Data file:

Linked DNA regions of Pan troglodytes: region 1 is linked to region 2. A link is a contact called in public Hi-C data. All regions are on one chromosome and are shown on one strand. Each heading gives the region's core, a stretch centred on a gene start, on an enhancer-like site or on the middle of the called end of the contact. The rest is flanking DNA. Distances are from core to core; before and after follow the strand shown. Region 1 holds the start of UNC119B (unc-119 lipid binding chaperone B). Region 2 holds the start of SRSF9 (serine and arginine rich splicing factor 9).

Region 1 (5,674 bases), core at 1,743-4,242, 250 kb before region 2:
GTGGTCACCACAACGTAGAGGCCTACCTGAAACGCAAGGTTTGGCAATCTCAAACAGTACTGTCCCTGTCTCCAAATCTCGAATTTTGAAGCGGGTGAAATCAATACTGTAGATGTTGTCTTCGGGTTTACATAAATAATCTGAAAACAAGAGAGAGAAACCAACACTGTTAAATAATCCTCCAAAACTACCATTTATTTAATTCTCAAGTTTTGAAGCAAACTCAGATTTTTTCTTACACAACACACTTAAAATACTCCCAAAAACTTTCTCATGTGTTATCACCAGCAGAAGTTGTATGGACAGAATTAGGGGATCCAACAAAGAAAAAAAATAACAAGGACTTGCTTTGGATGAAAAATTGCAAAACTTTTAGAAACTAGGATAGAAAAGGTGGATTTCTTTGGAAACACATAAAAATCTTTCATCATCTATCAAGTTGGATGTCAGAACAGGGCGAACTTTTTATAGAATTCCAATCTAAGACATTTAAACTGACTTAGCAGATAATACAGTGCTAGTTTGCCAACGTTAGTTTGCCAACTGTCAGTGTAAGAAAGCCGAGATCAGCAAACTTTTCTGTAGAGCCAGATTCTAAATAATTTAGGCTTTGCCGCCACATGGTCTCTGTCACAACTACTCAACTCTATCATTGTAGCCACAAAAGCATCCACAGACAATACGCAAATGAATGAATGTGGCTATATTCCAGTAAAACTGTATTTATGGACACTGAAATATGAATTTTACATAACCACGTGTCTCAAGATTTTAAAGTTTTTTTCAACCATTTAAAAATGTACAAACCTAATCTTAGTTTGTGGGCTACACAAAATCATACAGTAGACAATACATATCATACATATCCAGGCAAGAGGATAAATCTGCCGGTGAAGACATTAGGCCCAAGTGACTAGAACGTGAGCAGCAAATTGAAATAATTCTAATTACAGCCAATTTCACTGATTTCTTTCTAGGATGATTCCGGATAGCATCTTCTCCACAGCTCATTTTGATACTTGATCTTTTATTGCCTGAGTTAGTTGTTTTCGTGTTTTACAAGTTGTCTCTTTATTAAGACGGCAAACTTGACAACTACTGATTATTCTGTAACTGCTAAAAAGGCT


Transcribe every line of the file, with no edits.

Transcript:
Linked DNA regions of Pan troglodytes: region 1 is linked to region 2. A link is a contact called in public Hi-C data. All regions are on one chromosome and are shown on one strand. Each heading gives the region's core, a stretch centred on a gene start, on an enhancer-like site or on the middle of the called end of the contact. The rest is flanking DNA. Distances are from core to core; before and after follow the strand shown. Region 1 holds the start of UNC119B (unc-119 lipid binding chaperone B). Region 2 holds the start of SRSF9 (serine and arginine rich splicing factor 9).

Region 1 (5,674 bases), core at 1,743-4,242, 250 kb before region 2:
GTGGTCACCACAACGTAGAGGCCTACCTGAAACGCAAGGTTTGGCAATCTCAAACAGTACTGTCCCTGTCTCCAAATCTCGAATTTTGAAGCGGGTGAAATCAATACTGTAGATGTTGTCTTCGGGTTTACATAAATAATCTGAAAACAAGAGAGAGAAACCAACACTGTTAAATAATCCTCCAAAACTACCATTTATTTAATTCTCAAGTTTTGAAGCAAACTCAGATTTTTTCTTACACAACACACTTAAAATACTCCCAAAAACTTTCTCATGTGTTATCACCAGCAGAAGTTGTATGGACAGAATTAGGGGATCCAACAAAGAAAAAAAATAACAAGGACTTGCTTTGGATGAAAAATTGCAAAACTTTTAGAAACTAGGATAGAAAAGGTGGATTTCTTTGGAAACACATAAAAATCTTTCATCATCTATCAAGTTGGATGTCAGAACAGGGCGAACTTTTTATAGAATTCCAATCTAAGACATTTAAACTGACTTAGCAGATAATACAGTGCTAGTTTGCCAACGTTAGTTTGCCAACTGTCAGTGTAAGAAAGCCGAGATCAGCAAACTTTTCTGTAGAGCCAGATTCTAAATAATTTAGGCTTTGCCGCCACATGGTCTCTGTCACAACTACTCAACTCTATCATTGTAGCCACAAAAGCATCCACAGACAATACGCAAATGAATGAATGTGGCTATATTCCAGTAAAACTGTATTTATGGACACTGAAATATGAATTTTACATAACCACGTGTCTCAAGATTTTAAAGTTTTTTTCAACCATTTAAAAATGTACAAACCTAATCTTAGTTTGTGGGCTACACAAAATCATACAGTAGACAATACATATCATACATATCCAGGCAAGAGGATAAATCTGCCGGTGAAGACATTAGGCCCAAGTGACTAGAACGTGAGCAGCAAATTGAAATAATTCTAATTACAGCCAATTTCACTGATTTCTTTCTAGGATGATTCCGGATAGCATCTTCTCCACAGCTCATTTTGATACTTGATCTTTTATTGCCTGAGTTAGTTGTTTTCGTGTTTTACAAGTTGTCTCTTTATTAAGACGGCAAACTTGACAACTACTGATTATTCTGTAACTGCTAAAAAGGCT